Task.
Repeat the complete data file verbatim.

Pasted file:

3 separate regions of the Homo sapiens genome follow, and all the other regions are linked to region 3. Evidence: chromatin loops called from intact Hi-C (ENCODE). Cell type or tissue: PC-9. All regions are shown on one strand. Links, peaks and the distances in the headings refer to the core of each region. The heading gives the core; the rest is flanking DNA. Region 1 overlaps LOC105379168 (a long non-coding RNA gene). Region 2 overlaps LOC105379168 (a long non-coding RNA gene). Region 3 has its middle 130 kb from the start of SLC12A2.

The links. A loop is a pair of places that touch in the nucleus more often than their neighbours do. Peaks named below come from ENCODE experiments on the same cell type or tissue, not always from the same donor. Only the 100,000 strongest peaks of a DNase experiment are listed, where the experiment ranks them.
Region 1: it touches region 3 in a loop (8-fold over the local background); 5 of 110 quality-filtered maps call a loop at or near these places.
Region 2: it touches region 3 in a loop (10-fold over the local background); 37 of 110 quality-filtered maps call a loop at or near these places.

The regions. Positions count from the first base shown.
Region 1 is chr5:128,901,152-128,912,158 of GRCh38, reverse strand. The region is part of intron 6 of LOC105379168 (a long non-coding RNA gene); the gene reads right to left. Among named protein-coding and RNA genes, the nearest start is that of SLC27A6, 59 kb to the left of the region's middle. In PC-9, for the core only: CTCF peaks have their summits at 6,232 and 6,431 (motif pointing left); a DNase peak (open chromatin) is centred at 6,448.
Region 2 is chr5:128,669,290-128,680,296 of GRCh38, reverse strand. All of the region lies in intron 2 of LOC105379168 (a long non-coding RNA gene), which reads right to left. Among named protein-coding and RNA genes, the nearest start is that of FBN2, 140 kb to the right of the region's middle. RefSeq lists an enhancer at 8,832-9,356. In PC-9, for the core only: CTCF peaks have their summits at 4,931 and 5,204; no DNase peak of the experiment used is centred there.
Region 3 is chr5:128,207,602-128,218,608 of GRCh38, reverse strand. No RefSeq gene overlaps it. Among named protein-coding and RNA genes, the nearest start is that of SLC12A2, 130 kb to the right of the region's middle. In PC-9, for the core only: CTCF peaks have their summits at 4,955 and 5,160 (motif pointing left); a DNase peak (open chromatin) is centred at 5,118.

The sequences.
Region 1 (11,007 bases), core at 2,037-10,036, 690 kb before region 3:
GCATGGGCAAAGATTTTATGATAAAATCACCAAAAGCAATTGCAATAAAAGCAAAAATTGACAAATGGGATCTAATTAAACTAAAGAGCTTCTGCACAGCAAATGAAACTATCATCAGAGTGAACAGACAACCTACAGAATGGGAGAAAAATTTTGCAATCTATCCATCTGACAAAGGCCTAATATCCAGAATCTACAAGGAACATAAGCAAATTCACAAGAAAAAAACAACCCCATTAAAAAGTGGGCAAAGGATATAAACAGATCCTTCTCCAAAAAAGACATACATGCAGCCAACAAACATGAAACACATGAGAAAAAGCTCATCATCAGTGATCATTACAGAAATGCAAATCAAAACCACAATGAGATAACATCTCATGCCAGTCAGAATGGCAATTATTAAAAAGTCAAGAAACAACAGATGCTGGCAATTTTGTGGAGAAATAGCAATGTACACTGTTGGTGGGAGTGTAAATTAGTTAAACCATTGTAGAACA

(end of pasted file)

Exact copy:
3 separate regions of the Homo sapiens genome follow, and all the other regions are linked to region 3. Evidence: chromatin loops called from intact Hi-C (ENCODE). Cell type or tissue: PC-9. All regions are shown on one strand. Links, peaks and the distances in the headings refer to the core of each region. The heading gives the core; the rest is flanking DNA. Region 1 overlaps LOC105379168 (a long non-coding RNA gene). Region 2 overlaps LOC105379168 (a long non-coding RNA gene). Region 3 has its middle 130 kb from the start of SLC12A2.

The links. A loop is a pair of places that touch in the nucleus more often than their neighbours do. Peaks named below come from ENCODE experiments on the same cell type or tissue, not always from the same donor. Only the 100,000 strongest peaks of a DNase experiment are listed, where the experiment ranks them.
Region 1: it touches region 3 in a loop (8-fold over the local background); 5 of 110 quality-filtered maps call a loop at or near these places.
Region 2: it touches region 3 in a loop (10-fold over the local background); 37 of 110 quality-filtered maps call a loop at or near these places.

The regions. Positions count from the first base shown.
Region 1 is chr5:128,901,152-128,912,158 of GRCh38, reverse strand. The region is part of intron 6 of LOC105379168 (a long non-coding RNA gene); the gene reads right to left. Among named protein-coding and RNA genes, the nearest start is that of SLC27A6, 59 kb to the left of the region's middle. In PC-9, for the core only: CTCF peaks have their summits at 6,232 and 6,431 (motif pointing left); a DNase peak (open chromatin) is centred at 6,448.
Region 2 is chr5:128,669,290-128,680,296 of GRCh38, reverse strand. All of the region lies in intron 2 of LOC105379168 (a long non-coding RNA gene), which reads right to left. Among named protein-coding and RNA genes, the nearest start is that of FBN2, 140 kb to the right of the region's middle. RefSeq lists an enhancer at 8,832-9,356. In PC-9, for the core only: CTCF peaks have their summits at 4,931 and 5,204; no DNase peak of the experiment used is centred there.
Region 3 is chr5:128,207,602-128,218,608 of GRCh38, reverse strand. No RefSeq gene overlaps it. Among named protein-coding and RNA genes, the nearest start is that of SLC12A2, 130 kb to the right of the region's middle. In PC-9, for the core only: CTCF peaks have their summits at 4,955 and 5,160 (motif pointing left); a DNase peak (open chromatin) is centred at 5,118.

The sequences.
Region 1 (11,007 bases), core at 2,037-10,036, 690 kb before region 3:
GCATGGGCAAAGATTTTATGATAAAATCACCAAAAGCAATTGCAATAAAAGCAAAAATTGACAAATGGGATCTAATTAAACTAAAGAGCTTCTGCACAGCAAATGAAACTATCATCAGAGTGAACAGACAACCTACAGAATGGGAGAAAAATTTTGCAATCTATCCATCTGACAAAGGCCTAATATCCAGAATCTACAAGGAACATAAGCAAATTCACAAGAAAAAAACAACCCCATTAAAAAGTGGGCAAAGGATATAAACAGATCCTTCTCCAAAAAAGACATACATGCAGCCAACAAACATGAAACACATGAGAAAAAGCTCATCATCAGTGATCATTACAGAAATGCAAATCAAAACCACAATGAGATAACATCTCATGCCAGTCAGAATGGCAATTATTAAAAAGTCAAGAAACAACAGATGCTGGCAATTTTGTGGAGAAATAGCAATGTACACTGTTGGTGGGAGTGTAAATTAGTTAAACCATTGTAGAACA